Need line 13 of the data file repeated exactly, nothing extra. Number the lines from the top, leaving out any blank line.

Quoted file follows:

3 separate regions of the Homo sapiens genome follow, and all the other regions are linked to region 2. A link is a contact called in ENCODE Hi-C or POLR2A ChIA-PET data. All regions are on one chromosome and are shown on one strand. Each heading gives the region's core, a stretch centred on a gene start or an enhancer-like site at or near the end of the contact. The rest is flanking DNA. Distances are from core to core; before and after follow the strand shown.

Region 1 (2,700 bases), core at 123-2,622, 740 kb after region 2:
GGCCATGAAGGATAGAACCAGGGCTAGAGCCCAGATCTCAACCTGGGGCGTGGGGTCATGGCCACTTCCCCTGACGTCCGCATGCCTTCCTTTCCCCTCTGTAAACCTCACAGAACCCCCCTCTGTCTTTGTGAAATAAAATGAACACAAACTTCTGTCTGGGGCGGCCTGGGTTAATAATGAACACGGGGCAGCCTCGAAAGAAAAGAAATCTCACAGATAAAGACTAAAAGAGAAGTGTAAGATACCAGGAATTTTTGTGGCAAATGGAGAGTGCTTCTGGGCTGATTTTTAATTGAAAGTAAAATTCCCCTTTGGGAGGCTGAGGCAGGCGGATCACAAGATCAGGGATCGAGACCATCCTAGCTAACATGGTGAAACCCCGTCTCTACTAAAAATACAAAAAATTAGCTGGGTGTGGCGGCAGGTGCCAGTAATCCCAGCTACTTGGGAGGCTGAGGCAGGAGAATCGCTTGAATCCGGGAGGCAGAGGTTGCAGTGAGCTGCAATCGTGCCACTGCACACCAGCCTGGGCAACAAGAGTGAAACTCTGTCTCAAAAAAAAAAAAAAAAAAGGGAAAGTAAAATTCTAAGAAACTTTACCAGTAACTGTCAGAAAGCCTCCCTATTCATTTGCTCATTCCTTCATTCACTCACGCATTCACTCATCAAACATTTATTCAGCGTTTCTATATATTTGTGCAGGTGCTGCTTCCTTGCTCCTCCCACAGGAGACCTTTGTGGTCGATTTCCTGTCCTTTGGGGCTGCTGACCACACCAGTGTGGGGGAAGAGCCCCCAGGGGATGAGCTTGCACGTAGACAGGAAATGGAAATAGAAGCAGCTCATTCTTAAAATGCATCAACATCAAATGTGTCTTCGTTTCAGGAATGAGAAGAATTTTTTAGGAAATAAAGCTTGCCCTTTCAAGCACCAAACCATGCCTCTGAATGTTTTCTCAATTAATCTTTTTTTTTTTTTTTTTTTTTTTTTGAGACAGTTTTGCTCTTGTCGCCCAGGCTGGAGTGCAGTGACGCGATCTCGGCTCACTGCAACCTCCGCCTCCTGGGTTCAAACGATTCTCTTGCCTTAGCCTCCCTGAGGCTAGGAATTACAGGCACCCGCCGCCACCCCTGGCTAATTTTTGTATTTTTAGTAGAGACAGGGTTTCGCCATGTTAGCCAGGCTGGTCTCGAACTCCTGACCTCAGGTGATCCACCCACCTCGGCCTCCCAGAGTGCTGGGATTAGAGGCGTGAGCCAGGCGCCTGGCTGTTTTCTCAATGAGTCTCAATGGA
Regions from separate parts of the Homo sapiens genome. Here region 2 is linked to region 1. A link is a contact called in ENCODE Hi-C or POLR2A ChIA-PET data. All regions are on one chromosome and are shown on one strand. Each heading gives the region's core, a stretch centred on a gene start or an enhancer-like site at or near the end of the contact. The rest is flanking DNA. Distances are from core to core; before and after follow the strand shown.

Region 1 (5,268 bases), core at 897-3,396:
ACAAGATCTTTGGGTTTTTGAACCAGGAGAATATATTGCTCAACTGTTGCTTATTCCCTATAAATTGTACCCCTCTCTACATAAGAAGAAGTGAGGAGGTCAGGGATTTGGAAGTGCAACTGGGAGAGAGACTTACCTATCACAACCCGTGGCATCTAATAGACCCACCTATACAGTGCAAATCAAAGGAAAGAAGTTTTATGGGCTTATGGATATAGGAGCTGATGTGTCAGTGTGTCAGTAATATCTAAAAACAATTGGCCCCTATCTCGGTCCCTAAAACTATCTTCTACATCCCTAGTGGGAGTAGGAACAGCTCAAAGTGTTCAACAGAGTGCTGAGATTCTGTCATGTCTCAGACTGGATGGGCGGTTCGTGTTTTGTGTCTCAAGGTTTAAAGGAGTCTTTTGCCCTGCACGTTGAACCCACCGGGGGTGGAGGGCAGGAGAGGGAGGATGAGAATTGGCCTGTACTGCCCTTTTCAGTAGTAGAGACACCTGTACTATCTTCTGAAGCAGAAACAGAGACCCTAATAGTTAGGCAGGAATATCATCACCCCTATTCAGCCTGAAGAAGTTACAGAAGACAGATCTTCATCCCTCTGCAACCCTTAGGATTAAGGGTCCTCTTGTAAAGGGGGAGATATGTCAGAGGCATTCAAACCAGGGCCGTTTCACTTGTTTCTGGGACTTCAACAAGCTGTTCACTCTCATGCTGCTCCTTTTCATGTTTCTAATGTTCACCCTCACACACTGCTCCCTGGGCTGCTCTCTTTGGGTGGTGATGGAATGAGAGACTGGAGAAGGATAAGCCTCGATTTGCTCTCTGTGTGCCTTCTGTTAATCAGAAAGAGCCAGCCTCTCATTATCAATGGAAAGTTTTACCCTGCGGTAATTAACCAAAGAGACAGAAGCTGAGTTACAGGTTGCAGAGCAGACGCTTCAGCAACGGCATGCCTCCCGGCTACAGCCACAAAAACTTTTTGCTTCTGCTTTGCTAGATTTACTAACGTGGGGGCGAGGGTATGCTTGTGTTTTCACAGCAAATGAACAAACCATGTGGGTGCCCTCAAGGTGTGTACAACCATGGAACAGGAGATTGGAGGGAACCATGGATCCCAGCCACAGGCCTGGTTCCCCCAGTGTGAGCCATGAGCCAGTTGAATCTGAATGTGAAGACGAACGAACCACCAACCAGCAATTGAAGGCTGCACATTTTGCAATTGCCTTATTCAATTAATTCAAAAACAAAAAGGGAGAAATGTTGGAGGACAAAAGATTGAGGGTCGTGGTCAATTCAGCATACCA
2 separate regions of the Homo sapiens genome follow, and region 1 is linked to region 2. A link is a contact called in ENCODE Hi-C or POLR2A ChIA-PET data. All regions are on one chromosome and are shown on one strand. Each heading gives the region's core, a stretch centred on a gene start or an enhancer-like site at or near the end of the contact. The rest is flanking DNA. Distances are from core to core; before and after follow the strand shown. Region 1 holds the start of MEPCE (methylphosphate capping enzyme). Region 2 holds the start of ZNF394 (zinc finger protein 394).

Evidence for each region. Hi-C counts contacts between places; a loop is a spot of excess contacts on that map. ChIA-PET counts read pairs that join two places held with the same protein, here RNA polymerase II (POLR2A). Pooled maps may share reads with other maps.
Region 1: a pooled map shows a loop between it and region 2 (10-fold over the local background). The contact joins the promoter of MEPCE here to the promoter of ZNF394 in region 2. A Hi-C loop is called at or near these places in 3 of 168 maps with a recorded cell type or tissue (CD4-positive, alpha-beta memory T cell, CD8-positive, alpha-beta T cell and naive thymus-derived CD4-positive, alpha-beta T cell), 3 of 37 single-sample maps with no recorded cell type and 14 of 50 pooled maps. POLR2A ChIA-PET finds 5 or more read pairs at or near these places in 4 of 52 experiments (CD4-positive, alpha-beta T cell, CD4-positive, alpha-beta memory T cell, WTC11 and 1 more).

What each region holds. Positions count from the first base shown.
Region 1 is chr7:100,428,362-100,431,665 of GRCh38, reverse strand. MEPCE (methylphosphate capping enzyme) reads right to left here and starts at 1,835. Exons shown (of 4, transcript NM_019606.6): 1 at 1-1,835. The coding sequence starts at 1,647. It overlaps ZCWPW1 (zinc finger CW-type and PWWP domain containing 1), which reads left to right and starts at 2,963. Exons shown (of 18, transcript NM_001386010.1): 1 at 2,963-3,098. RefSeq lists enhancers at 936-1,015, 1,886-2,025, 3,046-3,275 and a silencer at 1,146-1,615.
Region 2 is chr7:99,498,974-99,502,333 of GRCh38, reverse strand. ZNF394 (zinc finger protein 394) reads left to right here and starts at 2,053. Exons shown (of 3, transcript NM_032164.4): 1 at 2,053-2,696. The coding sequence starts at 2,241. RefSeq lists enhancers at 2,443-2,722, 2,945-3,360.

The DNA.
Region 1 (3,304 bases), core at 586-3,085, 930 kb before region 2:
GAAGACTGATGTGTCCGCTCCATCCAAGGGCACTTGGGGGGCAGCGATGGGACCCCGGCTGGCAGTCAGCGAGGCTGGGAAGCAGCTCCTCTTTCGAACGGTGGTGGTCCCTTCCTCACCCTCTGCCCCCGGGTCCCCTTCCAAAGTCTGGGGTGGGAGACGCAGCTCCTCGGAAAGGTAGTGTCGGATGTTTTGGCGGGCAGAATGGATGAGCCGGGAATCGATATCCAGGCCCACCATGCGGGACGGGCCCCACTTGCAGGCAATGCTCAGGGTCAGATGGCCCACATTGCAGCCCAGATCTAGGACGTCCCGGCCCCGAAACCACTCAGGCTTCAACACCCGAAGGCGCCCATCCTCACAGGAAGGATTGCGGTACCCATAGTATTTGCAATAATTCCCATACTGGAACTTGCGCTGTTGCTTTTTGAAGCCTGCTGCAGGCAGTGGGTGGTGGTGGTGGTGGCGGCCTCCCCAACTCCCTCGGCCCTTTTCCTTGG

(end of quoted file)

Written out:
The DNA.